Keep tabs on our mission to keep kids safe
David Perrodin, School Safety Expert discusses the importance of new data requirements from the Office for Civil RightsDecember 23, 2015
Decades of questionable educational policy decisions have been the byproduct of chronically flawed suspension and violence data at local, state and federal levels. Suddenly, the pendulum is swinging as sweeping changes in OCR’s reporting and the Elementary and Secondary Education Act’s broadening of school performance indicators will instantly shift the focus on school safety data from old aggregate numbers to in-the-moment reporting that will winnow out root causes and acknowledge schools for promoting safe school environments. Listen to policy researcher David Perrodin express his excitement about the changes that will positively impact schools in the upcoming months.
David Perrodin is completing a PhD degree in Educational Leadership and Policy Analysis at the University of Wisconsin-Madison. His multi-year research embarks upon the study of high-stakes safety decision making across military, medical and educational environments. David has worked with some of the top decision analysis experts in the world, including those employed at NASA and professional sports organizations. He is regarded as one of the nation’s foremost experts in the research and design of safety reporting systems.
By Charlie Cohn, StudySoup
Bullying in schools has reached dangerous levels. 1 in 7 students in grades K-12 will experience bullying – either as victim or instigator. And, the repercussions extend beyond the psychological damage being inflicted. Harassment and bullying have been linked to 75% of school-shootings with revenge reported as the greatest motivator for these tragic events.
Though most of the attention has focused on stopping bullying at the elementary and high school levels, but these atrocities don’t end there. Bullying at the collegiate level is a serious problem.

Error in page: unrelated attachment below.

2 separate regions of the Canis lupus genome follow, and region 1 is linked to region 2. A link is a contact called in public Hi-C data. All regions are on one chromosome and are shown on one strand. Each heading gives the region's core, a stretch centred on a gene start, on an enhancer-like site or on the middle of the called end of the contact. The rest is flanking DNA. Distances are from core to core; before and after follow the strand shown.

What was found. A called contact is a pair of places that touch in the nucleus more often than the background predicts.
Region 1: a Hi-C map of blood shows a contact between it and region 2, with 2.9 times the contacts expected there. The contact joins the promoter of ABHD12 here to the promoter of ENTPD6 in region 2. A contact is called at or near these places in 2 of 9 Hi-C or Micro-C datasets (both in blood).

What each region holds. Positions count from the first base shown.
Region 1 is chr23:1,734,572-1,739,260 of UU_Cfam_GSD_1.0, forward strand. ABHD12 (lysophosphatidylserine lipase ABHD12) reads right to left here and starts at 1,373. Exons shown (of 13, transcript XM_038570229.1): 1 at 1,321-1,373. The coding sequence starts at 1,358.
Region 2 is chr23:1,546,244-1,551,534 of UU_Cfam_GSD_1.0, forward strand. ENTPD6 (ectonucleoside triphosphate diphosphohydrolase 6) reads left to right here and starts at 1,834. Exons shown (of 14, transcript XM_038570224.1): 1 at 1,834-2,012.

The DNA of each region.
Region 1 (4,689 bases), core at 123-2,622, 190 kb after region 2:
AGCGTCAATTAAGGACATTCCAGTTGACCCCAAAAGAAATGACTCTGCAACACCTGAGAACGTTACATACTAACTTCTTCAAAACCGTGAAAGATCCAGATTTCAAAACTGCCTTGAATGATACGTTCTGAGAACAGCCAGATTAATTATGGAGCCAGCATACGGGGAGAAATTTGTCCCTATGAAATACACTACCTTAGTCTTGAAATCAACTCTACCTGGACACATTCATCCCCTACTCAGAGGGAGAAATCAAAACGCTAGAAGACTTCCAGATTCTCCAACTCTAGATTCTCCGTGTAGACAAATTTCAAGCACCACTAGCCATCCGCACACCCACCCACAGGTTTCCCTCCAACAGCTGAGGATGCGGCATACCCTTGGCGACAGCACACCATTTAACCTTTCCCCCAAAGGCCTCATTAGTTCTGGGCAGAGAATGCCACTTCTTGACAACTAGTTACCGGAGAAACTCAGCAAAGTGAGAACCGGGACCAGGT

The University of Buffalo reports that 18.5% of college undergraduates have been bullied. That’s over 3 million students nationwide – enough to populate the state of Iowa. That number only increases when you look online. 22% of college students report being victim of cyberbullying. Perhaps more shocking, 9% of undergrads admit to cyberbullying others. And, those are just the ones willing to speak out – less than half of bullied minority students report incidents.
All that bullying leads to students missing out on getting the educational opportunities they worked so hard to earn. Upwards of 160,000 students skip class every day to avoid bullying. At least they can get notes online, but it’s not a sustainable solution. Some students never make it back to class. Each year, 100,000 students drop out of school all together. And that’s nowhere close to the worst of outcomes.
Many fraternities, sororities, clubs, and teams maintain a culture of hazing hidden from public view. They claim a distinction should be made between their activities and bullying. These institutions argue that hazing serves to initiate members into a group, while bullying is done to exclude the target.
Yet, the same destructive principles exist for hazing and bullying. Both use a combination of verbal, psychological, and/or physical abuse to strip their victims of power and put them in a state of fear or discomfort. Left unchecked these rituals turn to horror stories. Allegations of drug, sexual, and physical abuse abound.